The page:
Reviews written by registered user
|162 reviews in total|
Ms. Moore and Mr. Brosnan made for a likeable pair in this movie. However, when you break it down, it's still the same old tired romantic comedy plot that's been done to death. Boy meets girl, there's some initial dislike and/or rivalry between them, and the world is alright for them at the end. Even the usual tricks that come with this type of plot are tired--although there is bit involving a pair of panties that was very amusing. I absolutely loved Francis Farmer in this film. Besides looking fabulous, she was a hoot as Moore's fast-living, but wise mom. Whenever Ms. Farmer was onscreen, the movie became lively for too brief moments. Parker Posey had some good moments, as well. This is not a boring movie, but you leave the theater knowing you have seen this before.
There were many anti-drug made for TV movies in the 1970s. This is probably the best one of the lot (outside of "Go Ask Alice"). Robbie Benson was excellent in the role of a troubled teen who is caught up in drug addiction. There was a scene where he was in his room, crying after a particularly bad day at high school. Benson did an exemplary job of showing the kid's isolation and loneliness. Ben Gazarra was also excellent in the role of the father who ultimately has to made a hard decision concerning his son. I remember being outraged at the ending, but looking back on it, I understand why it had to come to that conclusion. I have noticed that some made for TV films have been released on video and DVD. This one should be released as well.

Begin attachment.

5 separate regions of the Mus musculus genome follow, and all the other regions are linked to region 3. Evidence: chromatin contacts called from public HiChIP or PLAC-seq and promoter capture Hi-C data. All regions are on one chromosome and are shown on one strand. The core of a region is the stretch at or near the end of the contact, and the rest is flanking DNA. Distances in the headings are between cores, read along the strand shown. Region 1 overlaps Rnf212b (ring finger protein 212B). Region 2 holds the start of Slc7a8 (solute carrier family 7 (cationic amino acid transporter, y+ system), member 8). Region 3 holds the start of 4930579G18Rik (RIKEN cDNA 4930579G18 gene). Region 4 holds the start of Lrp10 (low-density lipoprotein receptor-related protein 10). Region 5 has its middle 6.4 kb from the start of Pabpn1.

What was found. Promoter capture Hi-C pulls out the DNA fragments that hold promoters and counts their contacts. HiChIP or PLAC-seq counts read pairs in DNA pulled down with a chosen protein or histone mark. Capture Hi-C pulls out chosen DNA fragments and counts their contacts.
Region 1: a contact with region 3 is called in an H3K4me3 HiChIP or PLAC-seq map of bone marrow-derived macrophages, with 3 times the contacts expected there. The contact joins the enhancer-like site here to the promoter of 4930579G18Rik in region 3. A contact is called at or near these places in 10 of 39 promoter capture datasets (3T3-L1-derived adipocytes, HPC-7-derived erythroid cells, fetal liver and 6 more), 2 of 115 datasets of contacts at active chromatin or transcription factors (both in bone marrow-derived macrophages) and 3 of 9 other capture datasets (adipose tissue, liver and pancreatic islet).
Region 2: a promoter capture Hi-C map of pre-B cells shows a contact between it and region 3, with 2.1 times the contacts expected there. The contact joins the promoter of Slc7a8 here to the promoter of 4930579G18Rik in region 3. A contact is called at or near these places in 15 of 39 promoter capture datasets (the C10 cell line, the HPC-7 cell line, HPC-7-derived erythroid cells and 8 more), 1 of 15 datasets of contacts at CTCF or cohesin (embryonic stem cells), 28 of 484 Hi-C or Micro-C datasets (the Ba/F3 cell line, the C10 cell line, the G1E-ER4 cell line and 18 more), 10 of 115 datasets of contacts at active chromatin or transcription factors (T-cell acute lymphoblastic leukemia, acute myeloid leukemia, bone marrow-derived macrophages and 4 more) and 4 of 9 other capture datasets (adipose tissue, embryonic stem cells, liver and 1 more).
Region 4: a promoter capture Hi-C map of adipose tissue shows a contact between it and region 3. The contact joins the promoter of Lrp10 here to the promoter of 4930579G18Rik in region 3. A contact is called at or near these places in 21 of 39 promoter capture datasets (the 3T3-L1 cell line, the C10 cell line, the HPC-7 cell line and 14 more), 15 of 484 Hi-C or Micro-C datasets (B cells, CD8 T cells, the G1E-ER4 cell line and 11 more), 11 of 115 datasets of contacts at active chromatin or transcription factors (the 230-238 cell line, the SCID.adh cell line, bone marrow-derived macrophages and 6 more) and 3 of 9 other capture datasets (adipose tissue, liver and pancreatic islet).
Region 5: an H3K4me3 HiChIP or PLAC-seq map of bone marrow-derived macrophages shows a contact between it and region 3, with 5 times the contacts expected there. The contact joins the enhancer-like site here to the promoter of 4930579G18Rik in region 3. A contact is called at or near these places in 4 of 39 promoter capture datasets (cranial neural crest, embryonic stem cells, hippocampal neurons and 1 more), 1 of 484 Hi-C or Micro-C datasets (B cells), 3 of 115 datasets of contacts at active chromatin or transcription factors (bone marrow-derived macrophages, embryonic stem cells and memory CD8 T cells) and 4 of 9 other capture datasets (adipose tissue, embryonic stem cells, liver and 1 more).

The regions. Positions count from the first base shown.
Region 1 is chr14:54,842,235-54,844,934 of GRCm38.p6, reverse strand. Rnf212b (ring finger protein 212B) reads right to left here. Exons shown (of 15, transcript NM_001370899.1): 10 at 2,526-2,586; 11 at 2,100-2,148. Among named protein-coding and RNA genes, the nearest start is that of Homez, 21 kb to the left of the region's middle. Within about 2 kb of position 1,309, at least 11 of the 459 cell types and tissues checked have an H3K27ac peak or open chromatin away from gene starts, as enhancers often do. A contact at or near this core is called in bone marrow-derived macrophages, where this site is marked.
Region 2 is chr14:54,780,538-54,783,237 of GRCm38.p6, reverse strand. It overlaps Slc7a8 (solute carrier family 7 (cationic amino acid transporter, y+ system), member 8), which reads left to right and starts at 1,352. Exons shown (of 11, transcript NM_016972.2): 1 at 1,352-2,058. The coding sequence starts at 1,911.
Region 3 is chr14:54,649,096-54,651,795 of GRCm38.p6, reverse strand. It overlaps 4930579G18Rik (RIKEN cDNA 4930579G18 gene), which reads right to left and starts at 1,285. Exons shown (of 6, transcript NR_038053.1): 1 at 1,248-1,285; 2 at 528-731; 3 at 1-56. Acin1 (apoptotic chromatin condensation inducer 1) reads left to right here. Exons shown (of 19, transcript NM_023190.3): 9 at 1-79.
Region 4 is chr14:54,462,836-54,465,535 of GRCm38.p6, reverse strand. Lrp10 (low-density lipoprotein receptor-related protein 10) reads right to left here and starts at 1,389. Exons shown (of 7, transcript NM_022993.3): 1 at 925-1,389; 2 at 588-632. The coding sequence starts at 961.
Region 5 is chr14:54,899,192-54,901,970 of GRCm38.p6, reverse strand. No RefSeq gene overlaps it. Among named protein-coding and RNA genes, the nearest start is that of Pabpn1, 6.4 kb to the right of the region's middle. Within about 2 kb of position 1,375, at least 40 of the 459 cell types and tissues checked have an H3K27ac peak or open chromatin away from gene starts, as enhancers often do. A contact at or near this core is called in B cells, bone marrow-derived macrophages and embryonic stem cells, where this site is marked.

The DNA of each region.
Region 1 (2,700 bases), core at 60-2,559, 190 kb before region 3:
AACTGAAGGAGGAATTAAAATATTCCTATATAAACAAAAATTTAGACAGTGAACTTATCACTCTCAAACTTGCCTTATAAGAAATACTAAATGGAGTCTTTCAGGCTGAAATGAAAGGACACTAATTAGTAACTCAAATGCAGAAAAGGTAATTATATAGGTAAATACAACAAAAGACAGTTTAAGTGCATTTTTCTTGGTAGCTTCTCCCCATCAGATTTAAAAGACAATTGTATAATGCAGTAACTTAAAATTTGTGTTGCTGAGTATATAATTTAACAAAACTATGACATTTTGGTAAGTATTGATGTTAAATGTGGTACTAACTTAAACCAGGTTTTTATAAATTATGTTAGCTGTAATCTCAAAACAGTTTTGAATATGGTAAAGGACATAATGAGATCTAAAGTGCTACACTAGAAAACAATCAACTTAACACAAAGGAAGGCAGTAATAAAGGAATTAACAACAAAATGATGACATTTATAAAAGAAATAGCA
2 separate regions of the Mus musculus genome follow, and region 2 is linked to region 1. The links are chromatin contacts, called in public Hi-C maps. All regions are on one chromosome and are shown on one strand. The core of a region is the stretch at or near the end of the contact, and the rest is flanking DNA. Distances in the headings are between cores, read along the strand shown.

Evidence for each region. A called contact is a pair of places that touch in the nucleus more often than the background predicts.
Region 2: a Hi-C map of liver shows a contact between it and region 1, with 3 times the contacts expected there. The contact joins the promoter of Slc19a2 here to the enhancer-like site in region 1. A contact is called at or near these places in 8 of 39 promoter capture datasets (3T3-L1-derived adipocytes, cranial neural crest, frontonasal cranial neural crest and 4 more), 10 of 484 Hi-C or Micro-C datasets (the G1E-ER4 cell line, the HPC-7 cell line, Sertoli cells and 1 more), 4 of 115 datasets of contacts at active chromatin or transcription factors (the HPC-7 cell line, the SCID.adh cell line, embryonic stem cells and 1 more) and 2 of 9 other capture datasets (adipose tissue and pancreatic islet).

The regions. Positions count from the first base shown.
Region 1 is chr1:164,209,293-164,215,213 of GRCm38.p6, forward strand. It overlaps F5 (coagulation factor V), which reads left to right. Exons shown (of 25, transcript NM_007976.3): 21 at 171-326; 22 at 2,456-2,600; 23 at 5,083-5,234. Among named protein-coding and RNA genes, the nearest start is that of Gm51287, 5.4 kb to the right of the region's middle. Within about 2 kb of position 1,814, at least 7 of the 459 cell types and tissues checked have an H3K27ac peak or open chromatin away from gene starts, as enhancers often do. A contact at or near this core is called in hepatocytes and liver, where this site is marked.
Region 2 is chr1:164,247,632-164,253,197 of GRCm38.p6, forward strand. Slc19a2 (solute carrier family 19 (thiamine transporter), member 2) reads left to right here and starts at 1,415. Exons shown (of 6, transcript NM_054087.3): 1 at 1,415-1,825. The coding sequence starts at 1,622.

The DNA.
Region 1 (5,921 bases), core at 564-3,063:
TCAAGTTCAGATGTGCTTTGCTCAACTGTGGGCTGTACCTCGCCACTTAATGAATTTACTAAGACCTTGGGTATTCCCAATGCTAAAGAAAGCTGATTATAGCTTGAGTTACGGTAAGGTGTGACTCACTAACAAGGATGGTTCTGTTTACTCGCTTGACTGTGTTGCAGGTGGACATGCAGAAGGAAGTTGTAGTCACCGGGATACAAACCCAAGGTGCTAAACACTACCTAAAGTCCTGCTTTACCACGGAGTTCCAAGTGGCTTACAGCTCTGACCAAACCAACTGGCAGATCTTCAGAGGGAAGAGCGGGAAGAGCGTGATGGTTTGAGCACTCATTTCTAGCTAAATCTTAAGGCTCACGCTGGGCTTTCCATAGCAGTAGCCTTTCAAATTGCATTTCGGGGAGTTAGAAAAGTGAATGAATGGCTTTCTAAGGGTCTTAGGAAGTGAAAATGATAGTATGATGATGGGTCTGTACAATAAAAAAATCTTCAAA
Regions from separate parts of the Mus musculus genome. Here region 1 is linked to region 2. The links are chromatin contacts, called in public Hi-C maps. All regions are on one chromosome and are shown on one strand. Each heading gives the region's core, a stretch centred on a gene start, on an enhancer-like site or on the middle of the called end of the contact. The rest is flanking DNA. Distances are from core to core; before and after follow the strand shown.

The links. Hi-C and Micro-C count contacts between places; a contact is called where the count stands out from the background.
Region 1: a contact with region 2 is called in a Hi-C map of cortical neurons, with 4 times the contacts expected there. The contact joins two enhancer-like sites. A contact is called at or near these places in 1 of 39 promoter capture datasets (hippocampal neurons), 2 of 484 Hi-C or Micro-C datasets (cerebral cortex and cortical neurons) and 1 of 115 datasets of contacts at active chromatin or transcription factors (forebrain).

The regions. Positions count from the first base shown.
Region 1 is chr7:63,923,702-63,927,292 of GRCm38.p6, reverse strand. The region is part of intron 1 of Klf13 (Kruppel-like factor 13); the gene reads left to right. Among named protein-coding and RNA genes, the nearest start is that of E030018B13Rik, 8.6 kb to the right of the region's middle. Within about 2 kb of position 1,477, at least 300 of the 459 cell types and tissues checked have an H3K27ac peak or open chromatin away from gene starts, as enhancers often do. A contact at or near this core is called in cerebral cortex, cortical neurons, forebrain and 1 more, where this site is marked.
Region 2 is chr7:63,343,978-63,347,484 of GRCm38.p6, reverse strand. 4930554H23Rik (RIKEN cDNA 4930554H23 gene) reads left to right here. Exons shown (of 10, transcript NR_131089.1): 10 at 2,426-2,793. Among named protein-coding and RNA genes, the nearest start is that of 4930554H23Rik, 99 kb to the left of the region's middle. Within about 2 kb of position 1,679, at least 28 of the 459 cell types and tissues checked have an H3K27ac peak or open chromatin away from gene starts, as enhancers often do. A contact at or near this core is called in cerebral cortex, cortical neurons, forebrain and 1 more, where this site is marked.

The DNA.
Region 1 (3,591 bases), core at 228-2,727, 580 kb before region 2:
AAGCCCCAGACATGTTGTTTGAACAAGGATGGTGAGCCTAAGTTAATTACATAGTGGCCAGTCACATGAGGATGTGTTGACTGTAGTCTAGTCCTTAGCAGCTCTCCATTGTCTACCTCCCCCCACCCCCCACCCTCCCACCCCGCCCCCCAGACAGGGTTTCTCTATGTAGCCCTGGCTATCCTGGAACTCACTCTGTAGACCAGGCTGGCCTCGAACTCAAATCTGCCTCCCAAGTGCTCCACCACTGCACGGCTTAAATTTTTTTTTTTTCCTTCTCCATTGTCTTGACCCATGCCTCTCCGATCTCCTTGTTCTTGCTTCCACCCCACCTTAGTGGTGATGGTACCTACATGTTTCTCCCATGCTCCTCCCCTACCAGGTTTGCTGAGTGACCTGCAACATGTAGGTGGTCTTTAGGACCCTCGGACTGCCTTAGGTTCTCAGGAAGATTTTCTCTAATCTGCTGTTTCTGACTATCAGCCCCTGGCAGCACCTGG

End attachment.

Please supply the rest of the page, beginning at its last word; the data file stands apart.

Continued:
I saw this made for TV movie when I was in grade school. It was a suspenseful cat-and-mouse story, and Savalas was very scary as the bad guy. I'm still trying to figure out why no one else in that busy subway station saw Savalas push that woman onto the tracks other than Ms. George. The murder that sets the story off is mean and horrific, even by today's standards. The fun is in watching Ms. George become more and more desperate as Savalas closes in on her. The final chase scene is a nail biter! As far as made for TV suspense flicks from the seventies go, this was one of the good ones. I wonder what ever happened to Lynda Day George? She was all over TV back in the day.
This comedy drama ran on PBS stations during the early 1980's. Elizabeth Daily (the voice of Buttercup on "The Powerpuff Girls") was one of the members of a multi-cultural teenage pop band who dealt with and attempted to solve social problems. One episode had the band expose a racist doctor who was sterilizing the African-American women who came to his office without their knowledge. I believe Ms. Daily stayed on this short-lived show to the end, but their were cast changes among the other band members. This wasn't a bad show, just a little heavy handed sometimes in driving their messages across. I do remember that some of the songs they did were not originals. However, Ms. Daily did have a nice singing voice. PBS seemed to run quite a few shows similar to this during the late 1970s and early 1980s ("Up and Coming" and "Watch Your Mouth!" were two of the others), with youthful casts. I wish some of these obscure shows were appear somewhere on video or DVD.